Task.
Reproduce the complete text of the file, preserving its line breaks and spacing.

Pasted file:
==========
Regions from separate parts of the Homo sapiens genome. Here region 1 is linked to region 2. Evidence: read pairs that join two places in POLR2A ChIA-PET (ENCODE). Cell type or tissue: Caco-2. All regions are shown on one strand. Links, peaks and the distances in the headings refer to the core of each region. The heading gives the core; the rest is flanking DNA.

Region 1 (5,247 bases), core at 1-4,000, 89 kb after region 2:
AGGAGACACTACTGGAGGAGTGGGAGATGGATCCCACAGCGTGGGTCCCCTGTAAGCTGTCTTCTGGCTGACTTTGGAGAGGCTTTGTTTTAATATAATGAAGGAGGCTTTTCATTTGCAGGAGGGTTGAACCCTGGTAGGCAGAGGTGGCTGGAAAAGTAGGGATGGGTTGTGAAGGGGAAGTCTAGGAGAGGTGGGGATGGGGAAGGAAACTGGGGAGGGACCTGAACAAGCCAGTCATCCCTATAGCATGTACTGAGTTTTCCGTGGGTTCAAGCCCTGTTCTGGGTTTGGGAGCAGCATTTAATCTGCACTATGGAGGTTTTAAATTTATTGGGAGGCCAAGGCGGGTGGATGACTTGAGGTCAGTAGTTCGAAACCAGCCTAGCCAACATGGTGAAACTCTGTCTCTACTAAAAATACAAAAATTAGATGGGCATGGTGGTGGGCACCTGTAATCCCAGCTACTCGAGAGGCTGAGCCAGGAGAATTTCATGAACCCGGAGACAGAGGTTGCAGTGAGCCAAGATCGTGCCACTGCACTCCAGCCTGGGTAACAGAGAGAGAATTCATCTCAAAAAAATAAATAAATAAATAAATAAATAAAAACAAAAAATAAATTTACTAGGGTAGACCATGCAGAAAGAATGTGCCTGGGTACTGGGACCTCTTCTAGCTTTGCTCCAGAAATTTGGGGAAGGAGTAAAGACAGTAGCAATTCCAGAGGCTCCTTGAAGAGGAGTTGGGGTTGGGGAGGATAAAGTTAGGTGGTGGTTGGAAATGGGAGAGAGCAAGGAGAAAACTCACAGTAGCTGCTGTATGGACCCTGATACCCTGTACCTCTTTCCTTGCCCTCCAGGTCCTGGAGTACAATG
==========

Regions from separate parts of the Homo sapiens genome. Here region 1 is linked to region 2. Evidence: read pairs that join two places in POLR2A ChIA-PET (ENCODE). Cell type or tissue: Caco-2. All regions are shown on one strand. Links, peaks and the distances in the headings refer to the core of each region. The heading gives the core; the rest is flanking DNA.

Region 1 (5,247 bases), core at 1-4,000, 89 kb after region 2:
AGGAGACACTACTGGAGGAGTGGGAGATGGATCCCACAGCGTGGGTCCCCTGTAAGCTGTCTTCTGGCTGACTTTGGAGAGGCTTTGTTTTAATATAATGAAGGAGGCTTTTCATTTGCAGGAGGGTTGAACCCTGGTAGGCAGAGGTGGCTGGAAAAGTAGGGATGGGTTGTGAAGGGGAAGTCTAGGAGAGGTGGGGATGGGGAAGGAAACTGGGGAGGGACCTGAACAAGCCAGTCATCCCTATAGCATGTACTGAGTTTTCCGTGGGTTCAAGCCCTGTTCTGGGTTTGGGAGCAGCATTTAATCTGCACTATGGAGGTTTTAAATTTATTGGGAGGCCAAGGCGGGTGGATGACTTGAGGTCAGTAGTTCGAAACCAGCCTAGCCAACATGGTGAAACTCTGTCTCTACTAAAAATACAAAAATTAGATGGGCATGGTGGTGGGCACCTGTAATCCCAGCTACTCGAGAGGCTGAGCCAGGAGAATTTCATGAACCCGGAGACAGAGGTTGCAGTGAGCCAAGATCGTGCCACTGCACTCCAGCCTGGGTAACAGAGAGAGAATTCATCTCAAAAAAATAAATAAATAAATAAATAAATAAAAACAAAAAATAAATTTACTAGGGTAGACCATGCAGAAAGAATGTGCCTGGGTACTGGGACCTCTTCTAGCTTTGCTCCAGAAATTTGGGGAAGGAGTAAAGACAGTAGCAATTCCAGAGGCTCCTTGAAGAGGAGTTGGGGTTGGGGAGGATAAAGTTAGGTGGTGGTTGGAAATGGGAGAGAGCAAGGAGAAAACTCACAGTAGCTGCTGTATGGACCCTGATACCCTGTACCTCTTTCCTTGCCCTCCAGGTCCTGGAGTACAATG